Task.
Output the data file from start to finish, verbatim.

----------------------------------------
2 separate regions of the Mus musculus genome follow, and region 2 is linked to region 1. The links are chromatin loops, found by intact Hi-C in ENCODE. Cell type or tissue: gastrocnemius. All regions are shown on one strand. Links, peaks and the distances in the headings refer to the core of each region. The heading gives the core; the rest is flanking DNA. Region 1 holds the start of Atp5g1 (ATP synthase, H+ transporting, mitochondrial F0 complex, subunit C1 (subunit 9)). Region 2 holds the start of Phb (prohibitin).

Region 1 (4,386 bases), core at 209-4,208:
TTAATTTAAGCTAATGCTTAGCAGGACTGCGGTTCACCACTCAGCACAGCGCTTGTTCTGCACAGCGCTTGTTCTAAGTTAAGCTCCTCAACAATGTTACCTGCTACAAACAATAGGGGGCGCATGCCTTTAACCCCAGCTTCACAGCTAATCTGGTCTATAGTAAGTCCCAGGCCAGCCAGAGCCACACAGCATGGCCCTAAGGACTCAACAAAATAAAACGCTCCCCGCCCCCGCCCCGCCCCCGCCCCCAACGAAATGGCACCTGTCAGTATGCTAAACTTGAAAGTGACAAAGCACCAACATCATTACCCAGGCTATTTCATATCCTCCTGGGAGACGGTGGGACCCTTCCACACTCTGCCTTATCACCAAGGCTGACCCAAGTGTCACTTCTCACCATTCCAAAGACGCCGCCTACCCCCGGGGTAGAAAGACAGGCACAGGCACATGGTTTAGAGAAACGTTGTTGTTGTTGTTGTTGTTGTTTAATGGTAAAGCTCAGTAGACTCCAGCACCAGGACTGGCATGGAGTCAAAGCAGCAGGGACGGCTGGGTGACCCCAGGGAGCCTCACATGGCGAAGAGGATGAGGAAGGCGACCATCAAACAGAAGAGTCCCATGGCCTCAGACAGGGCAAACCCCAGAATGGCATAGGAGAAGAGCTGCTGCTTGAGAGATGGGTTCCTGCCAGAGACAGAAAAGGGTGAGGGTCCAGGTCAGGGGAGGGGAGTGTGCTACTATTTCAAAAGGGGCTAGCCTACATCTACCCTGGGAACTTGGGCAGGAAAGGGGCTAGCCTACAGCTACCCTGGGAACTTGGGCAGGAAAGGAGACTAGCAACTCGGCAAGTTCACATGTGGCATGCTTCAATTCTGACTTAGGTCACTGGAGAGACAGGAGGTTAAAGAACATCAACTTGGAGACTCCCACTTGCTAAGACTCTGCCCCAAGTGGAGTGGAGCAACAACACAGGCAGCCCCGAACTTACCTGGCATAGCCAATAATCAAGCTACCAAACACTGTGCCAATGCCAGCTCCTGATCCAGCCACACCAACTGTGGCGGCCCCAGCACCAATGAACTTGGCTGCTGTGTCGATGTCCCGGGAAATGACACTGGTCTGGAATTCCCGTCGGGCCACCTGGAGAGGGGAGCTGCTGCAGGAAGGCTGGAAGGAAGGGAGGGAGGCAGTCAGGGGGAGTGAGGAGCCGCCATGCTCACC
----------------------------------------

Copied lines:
2 separate regions of the Mus musculus genome follow, and region 2 is linked to region 1. The links are chromatin loops, found by intact Hi-C in ENCODE. Cell type or tissue: gastrocnemius. All regions are shown on one strand. Links, peaks and the distances in the headings refer to the core of each region. The heading gives the core; the rest is flanking DNA. Region 1 holds the start of Atp5g1 (ATP synthase, H+ transporting, mitochondrial F0 complex, subunit C1 (subunit 9)). Region 2 holds the start of Phb (prohibitin).

Region 1 (4,386 bases), core at 209-4,208:
TTAATTTAAGCTAATGCTTAGCAGGACTGCGGTTCACCACTCAGCACAGCGCTTGTTCTGCACAGCGCTTGTTCTAAGTTAAGCTCCTCAACAATGTTACCTGCTACAAACAATAGGGGGCGCATGCCTTTAACCCCAGCTTCACAGCTAATCTGGTCTATAGTAAGTCCCAGGCCAGCCAGAGCCACACAGCATGGCCCTAAGGACTCAACAAAATAAAACGCTCCCCGCCCCCGCCCCGCCCCCGCCCCCAACGAAATGGCACCTGTCAGTATGCTAAACTTGAAAGTGACAAAGCACCAACATCATTACCCAGGCTATTTCATATCCTCCTGGGAGACGGTGGGACCCTTCCACACTCTGCCTTATCACCAAGGCTGACCCAAGTGTCACTTCTCACCATTCCAAAGACGCCGCCTACCCCCGGGGTAGAAAGACAGGCACAGGCACATGGTTTAGAGAAACGTTGTTGTTGTTGTTGTTGTTGTTTAATGGTAAAGCTCAGTAGACTCCAGCACCAGGACTGGCATGGAGTCAAAGCAGCAGGGACGGCTGGGTGACCCCAGGGAGCCTCACATGGCGAAGAGGATGAGGAAGGCGACCATCAAACAGAAGAGTCCCATGGCCTCAGACAGGGCAAACCCCAGAATGGCATAGGAGAAGAGCTGCTGCTTGAGAGATGGGTTCCTGCCAGAGACAGAAAAGGGTGAGGGTCCAGGTCAGGGGAGGGGAGTGTGCTACTATTTCAAAAGGGGCTAGCCTACATCTACCCTGGGAACTTGGGCAGGAAAGGGGCTAGCCTACAGCTACCCTGGGAACTTGGGCAGGAAAGGAGACTAGCAACTCGGCAAGTTCACATGTGGCATGCTTCAATTCTGACTTAGGTCACTGGAGAGACAGGAGGTTAAAGAACATCAACTTGGAGACTCCCACTTGCTAAGACTCTGCCCCAAGTGGAGTGGAGCAACAACACAGGCAGCCCCGAACTTACCTGGCATAGCCAATAATCAAGCTACCAAACACTGTGCCAATGCCAGCTCCTGATCCAGCCACACCAACTGTGGCGGCCCCAGCACCAATGAACTTGGCTGCTGTGTCGATGTCCCGGGAAATGACACTGGTCTGGAATTCCCGTCGGGCCACCTGGAGAGGGGAGCTGCTGCAGGAAGGCTGGAAGGAAGGGAGGGAGGCAGTCAGGGGGAGTGAGGAGCCGCCATGCTCACC